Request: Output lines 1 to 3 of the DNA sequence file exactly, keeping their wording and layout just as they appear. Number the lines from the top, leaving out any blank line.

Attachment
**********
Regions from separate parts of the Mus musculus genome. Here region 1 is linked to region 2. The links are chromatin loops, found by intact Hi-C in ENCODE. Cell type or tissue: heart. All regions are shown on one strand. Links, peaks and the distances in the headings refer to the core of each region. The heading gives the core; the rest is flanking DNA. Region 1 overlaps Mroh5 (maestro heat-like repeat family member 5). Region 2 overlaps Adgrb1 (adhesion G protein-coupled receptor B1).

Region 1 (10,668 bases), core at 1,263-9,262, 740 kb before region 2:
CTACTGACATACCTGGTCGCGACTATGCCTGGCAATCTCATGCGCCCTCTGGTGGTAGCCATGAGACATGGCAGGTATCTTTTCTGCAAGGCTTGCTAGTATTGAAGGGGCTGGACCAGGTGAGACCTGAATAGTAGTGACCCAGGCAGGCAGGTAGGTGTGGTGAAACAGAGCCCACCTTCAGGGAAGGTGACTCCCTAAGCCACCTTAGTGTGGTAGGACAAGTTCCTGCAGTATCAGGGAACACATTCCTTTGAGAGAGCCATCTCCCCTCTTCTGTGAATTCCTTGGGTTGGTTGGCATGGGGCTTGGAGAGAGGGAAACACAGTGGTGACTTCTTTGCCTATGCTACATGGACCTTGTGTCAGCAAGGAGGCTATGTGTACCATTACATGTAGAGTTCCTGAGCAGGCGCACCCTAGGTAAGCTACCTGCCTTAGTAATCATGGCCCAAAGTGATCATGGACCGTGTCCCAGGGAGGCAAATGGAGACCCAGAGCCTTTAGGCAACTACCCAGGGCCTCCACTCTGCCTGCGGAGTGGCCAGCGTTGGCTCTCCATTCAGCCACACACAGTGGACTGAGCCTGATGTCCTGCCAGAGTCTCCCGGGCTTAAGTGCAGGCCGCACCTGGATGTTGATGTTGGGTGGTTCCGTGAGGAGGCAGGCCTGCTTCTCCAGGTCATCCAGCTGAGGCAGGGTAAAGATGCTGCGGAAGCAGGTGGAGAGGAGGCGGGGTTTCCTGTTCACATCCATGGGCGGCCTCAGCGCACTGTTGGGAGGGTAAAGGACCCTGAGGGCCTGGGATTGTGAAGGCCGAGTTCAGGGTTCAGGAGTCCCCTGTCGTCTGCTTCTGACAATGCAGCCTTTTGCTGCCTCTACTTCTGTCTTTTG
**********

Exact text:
Regions from separate parts of the Mus musculus genome. Here region 1 is linked to region 2. The links are chromatin loops, found by intact Hi-C in ENCODE. Cell type or tissue: heart. All regions are shown on one strand. Links, peaks and the distances in the headings refer to the core of each region. The heading gives the core; the rest is flanking DNA. Region 1 overlaps Mroh5 (maestro heat-like repeat family member 5). Region 2 overlaps Adgrb1 (adhesion G protein-coupled receptor B1).

Region 1 (10,668 bases), core at 1,263-9,262, 740 kb before region 2:
CTACTGACATACCTGGTCGCGACTATGCCTGGCAATCTCATGCGCCCTCTGGTGGTAGCCATGAGACATGGCAGGTATCTTTTCTGCAAGGCTTGCTAGTATTGAAGGGGCTGGACCAGGTGAGACCTGAATAGTAGTGACCCAGGCAGGCAGGTAGGTGTGGTGAAACAGAGCCCACCTTCAGGGAAGGTGACTCCCTAAGCCACCTTAGTGTGGTAGGACAAGTTCCTGCAGTATCAGGGAACACATTCCTTTGAGAGAGCCATCTCCCCTCTTCTGTGAATTCCTTGGGTTGGTTGGCATGGGGCTTGGAGAGAGGGAAACACAGTGGTGACTTCTTTGCCTATGCTACATGGACCTTGTGTCAGCAAGGAGGCTATGTGTACCATTACATGTAGAGTTCCTGAGCAGGCGCACCCTAGGTAAGCTACCTGCCTTAGTAATCATGGCCCAAAGTGATCATGGACCGTGTCCCAGGGAGGCAAATGGAGACCCAGAGCCTTTAGGCAACTACCCAGGGCCTCCACTCTGCCTGCGGAGTGGCCAGCGTTGGCTCTCCATTCAGCCACACACAGTGGACTGAGCCTGATGTCCTGCCAGAGTCTCCCGGGCTTAAGTGCAGGCCGCACCTGGATGTTGATGTTGGGTGGTTCCGTGAGGAGGCAGGCCTGCTTCTCCAGGTCATCCAGCTGAGGCAGGGTAAAGATGCTGCGGAAGCAGGTGGAGAGGAGGCGGGGTTTCCTGTTCACATCCATGGGCGGCCTCAGCGCACTGTTGGGAGGGTAAAGGACCCTGAGGGCCTGGGATTGTGAAGGCCGAGTTCAGGGTTCAGGAGTCCCCTGTCGTCTGCTTCTGACAATGCAGCCTTTTGCTGCCTCTACTTCTGTCTTTTG